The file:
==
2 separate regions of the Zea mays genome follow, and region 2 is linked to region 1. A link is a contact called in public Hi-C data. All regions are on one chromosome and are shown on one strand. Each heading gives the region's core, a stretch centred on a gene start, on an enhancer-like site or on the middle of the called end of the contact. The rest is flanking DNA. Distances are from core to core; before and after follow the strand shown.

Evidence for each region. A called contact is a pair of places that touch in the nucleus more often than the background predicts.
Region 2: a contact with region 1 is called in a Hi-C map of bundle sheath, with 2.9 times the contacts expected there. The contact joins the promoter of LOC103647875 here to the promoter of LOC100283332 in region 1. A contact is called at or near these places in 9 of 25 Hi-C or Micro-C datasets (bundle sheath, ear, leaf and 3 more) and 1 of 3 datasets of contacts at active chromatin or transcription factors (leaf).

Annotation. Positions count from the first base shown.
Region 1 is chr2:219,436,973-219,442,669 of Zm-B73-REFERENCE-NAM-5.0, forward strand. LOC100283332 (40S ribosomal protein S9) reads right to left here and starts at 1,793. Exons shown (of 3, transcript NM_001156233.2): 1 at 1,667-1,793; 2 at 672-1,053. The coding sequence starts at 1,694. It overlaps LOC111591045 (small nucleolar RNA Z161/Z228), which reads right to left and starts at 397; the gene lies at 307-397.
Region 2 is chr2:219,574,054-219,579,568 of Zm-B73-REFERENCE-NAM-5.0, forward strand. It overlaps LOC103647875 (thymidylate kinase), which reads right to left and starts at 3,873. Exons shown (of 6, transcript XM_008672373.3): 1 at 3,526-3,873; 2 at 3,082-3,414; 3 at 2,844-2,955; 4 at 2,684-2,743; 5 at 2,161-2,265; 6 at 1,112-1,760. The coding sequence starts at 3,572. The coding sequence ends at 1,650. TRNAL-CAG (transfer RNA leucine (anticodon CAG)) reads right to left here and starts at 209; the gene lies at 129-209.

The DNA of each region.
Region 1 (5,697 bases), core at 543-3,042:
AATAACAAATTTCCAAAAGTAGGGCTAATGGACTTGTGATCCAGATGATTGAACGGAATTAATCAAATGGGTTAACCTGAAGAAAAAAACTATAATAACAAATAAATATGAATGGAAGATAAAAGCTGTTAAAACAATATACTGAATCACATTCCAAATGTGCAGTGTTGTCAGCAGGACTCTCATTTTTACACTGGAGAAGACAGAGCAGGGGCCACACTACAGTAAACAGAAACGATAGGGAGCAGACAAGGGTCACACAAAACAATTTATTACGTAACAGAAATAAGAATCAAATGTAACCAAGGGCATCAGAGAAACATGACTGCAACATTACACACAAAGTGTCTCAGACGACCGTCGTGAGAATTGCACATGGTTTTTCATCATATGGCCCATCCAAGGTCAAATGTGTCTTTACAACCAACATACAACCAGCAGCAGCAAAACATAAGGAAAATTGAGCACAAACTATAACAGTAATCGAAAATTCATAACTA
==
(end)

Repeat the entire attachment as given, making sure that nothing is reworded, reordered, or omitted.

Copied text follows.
2 separate regions of the Zea mays genome follow, and region 2 is linked to region 1. A link is a contact called in public Hi-C data. All regions are on one chromosome and are shown on one strand. Each heading gives the region's core, a stretch centred on a gene start, on an enhancer-like site or on the middle of the called end of the contact. The rest is flanking DNA. Distances are from core to core; before and after follow the strand shown.

Evidence for each region. A called contact is a pair of places that touch in the nucleus more often than the background predicts.
Region 2: a contact with region 1 is called in a Hi-C map of bundle sheath, with 2.9 times the contacts expected there. The contact joins the promoter of LOC103647875 here to the promoter of LOC100283332 in region 1. A contact is called at or near these places in 9 of 25 Hi-C or Micro-C datasets (bundle sheath, ear, leaf and 3 more) and 1 of 3 datasets of contacts at active chromatin or transcription factors (leaf).

Annotation. Positions count from the first base shown.
Region 1 is chr2:219,436,973-219,442,669 of Zm-B73-REFERENCE-NAM-5.0, forward strand. LOC100283332 (40S ribosomal protein S9) reads right to left here and starts at 1,793. Exons shown (of 3, transcript NM_001156233.2): 1 at 1,667-1,793; 2 at 672-1,053. The coding sequence starts at 1,694. It overlaps LOC111591045 (small nucleolar RNA Z161/Z228), which reads right to left and starts at 397; the gene lies at 307-397.
Region 2 is chr2:219,574,054-219,579,568 of Zm-B73-REFERENCE-NAM-5.0, forward strand. It overlaps LOC103647875 (thymidylate kinase), which reads right to left and starts at 3,873. Exons shown (of 6, transcript XM_008672373.3): 1 at 3,526-3,873; 2 at 3,082-3,414; 3 at 2,844-2,955; 4 at 2,684-2,743; 5 at 2,161-2,265; 6 at 1,112-1,760. The coding sequence starts at 3,572. The coding sequence ends at 1,650. TRNAL-CAG (transfer RNA leucine (anticodon CAG)) reads right to left here and starts at 209; the gene lies at 129-209.

The DNA of each region.
Region 1 (5,697 bases), core at 543-3,042:
AATAACAAATTTCCAAAAGTAGGGCTAATGGACTTGTGATCCAGATGATTGAACGGAATTAATCAAATGGGTTAACCTGAAGAAAAAAACTATAATAACAAATAAATATGAATGGAAGATAAAAGCTGTTAAAACAATATACTGAATCACATTCCAAATGTGCAGTGTTGTCAGCAGGACTCTCATTTTTACACTGGAGAAGACAGAGCAGGGGCCACACTACAGTAAACAGAAACGATAGGGAGCAGACAAGGGTCACACAAAACAATTTATTACGTAACAGAAATAAGAATCAAATGTAACCAAGGGCATCAGAGAAACATGACTGCAACATTACACACAAAGTGTCTCAGACGACCGTCGTGAGAATTGCACATGGTTTTTCATCATATGGCCCATCCAAGGTCAAATGTGTCTTTACAACCAACATACAACCAGCAGCAGCAAAACATAAGGAAAATTGAGCACAAACTATAACAGTAATCGAAAATTCATAACTA